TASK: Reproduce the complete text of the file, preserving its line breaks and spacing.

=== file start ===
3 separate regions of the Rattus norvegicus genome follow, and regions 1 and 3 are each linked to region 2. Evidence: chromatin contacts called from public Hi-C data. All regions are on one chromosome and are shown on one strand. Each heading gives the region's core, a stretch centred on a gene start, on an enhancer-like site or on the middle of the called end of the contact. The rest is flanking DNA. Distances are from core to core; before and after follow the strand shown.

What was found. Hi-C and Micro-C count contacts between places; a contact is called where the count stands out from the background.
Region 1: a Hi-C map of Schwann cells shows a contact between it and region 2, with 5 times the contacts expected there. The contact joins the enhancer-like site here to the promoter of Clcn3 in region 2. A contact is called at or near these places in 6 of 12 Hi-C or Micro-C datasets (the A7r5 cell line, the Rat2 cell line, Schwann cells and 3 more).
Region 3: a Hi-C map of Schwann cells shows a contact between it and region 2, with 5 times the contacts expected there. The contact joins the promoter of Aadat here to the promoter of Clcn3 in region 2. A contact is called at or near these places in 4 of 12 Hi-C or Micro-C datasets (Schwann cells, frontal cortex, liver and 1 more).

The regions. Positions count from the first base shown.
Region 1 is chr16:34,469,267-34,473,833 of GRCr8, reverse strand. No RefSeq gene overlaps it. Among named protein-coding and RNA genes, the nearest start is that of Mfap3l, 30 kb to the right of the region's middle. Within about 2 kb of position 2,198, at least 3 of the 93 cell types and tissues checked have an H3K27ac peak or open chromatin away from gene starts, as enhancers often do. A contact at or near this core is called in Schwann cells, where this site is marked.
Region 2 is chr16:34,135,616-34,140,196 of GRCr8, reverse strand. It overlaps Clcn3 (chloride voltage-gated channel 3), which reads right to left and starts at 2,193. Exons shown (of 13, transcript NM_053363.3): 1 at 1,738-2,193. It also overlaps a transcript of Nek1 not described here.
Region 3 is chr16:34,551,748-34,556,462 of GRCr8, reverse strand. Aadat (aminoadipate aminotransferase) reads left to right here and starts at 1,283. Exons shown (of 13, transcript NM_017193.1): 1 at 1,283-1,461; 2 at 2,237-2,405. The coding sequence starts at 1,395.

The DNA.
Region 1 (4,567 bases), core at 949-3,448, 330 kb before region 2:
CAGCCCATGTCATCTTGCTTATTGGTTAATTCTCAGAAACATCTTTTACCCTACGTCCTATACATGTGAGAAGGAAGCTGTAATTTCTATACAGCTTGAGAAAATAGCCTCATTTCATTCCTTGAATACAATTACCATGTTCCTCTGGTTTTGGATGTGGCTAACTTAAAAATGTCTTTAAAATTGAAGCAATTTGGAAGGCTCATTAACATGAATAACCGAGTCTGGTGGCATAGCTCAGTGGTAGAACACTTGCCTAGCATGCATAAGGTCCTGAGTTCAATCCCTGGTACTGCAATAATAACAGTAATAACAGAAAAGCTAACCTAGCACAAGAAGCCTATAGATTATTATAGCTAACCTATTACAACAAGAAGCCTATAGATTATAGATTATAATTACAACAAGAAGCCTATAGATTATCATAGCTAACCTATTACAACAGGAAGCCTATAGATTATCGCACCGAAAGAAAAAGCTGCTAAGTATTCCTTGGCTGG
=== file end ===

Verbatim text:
3 separate regions of the Rattus norvegicus genome follow, and regions 1 and 3 are each linked to region 2. Evidence: chromatin contacts called from public Hi-C data. All regions are on one chromosome and are shown on one strand. Each heading gives the region's core, a stretch centred on a gene start, on an enhancer-like site or on the middle of the called end of the contact. The rest is flanking DNA. Distances are from core to core; before and after follow the strand shown.

What was found. Hi-C and Micro-C count contacts between places; a contact is called where the count stands out from the background.
Region 1: a Hi-C map of Schwann cells shows a contact between it and region 2, with 5 times the contacts expected there. The contact joins the enhancer-like site here to the promoter of Clcn3 in region 2. A contact is called at or near these places in 6 of 12 Hi-C or Micro-C datasets (the A7r5 cell line, the Rat2 cell line, Schwann cells and 3 more).
Region 3: a Hi-C map of Schwann cells shows a contact between it and region 2, with 5 times the contacts expected there. The contact joins the promoter of Aadat here to the promoter of Clcn3 in region 2. A contact is called at or near these places in 4 of 12 Hi-C or Micro-C datasets (Schwann cells, frontal cortex, liver and 1 more).

The regions. Positions count from the first base shown.
Region 1 is chr16:34,469,267-34,473,833 of GRCr8, reverse strand. No RefSeq gene overlaps it. Among named protein-coding and RNA genes, the nearest start is that of Mfap3l, 30 kb to the right of the region's middle. Within about 2 kb of position 2,198, at least 3 of the 93 cell types and tissues checked have an H3K27ac peak or open chromatin away from gene starts, as enhancers often do. A contact at or near this core is called in Schwann cells, where this site is marked.
Region 2 is chr16:34,135,616-34,140,196 of GRCr8, reverse strand. It overlaps Clcn3 (chloride voltage-gated channel 3), which reads right to left and starts at 2,193. Exons shown (of 13, transcript NM_053363.3): 1 at 1,738-2,193. It also overlaps a transcript of Nek1 not described here.
Region 3 is chr16:34,551,748-34,556,462 of GRCr8, reverse strand. Aadat (aminoadipate aminotransferase) reads left to right here and starts at 1,283. Exons shown (of 13, transcript NM_017193.1): 1 at 1,283-1,461; 2 at 2,237-2,405. The coding sequence starts at 1,395.

The DNA.
Region 1 (4,567 bases), core at 949-3,448, 330 kb before region 2:
CAGCCCATGTCATCTTGCTTATTGGTTAATTCTCAGAAACATCTTTTACCCTACGTCCTATACATGTGAGAAGGAAGCTGTAATTTCTATACAGCTTGAGAAAATAGCCTCATTTCATTCCTTGAATACAATTACCATGTTCCTCTGGTTTTGGATGTGGCTAACTTAAAAATGTCTTTAAAATTGAAGCAATTTGGAAGGCTCATTAACATGAATAACCGAGTCTGGTGGCATAGCTCAGTGGTAGAACACTTGCCTAGCATGCATAAGGTCCTGAGTTCAATCCCTGGTACTGCAATAATAACAGTAATAACAGAAAAGCTAACCTAGCACAAGAAGCCTATAGATTATTATAGCTAACCTATTACAACAAGAAGCCTATAGATTATAGATTATAATTACAACAAGAAGCCTATAGATTATCATAGCTAACCTATTACAACAGGAAGCCTATAGATTATCGCACCGAAAGAAAAAGCTGCTAAGTATTCCTTGGCTGG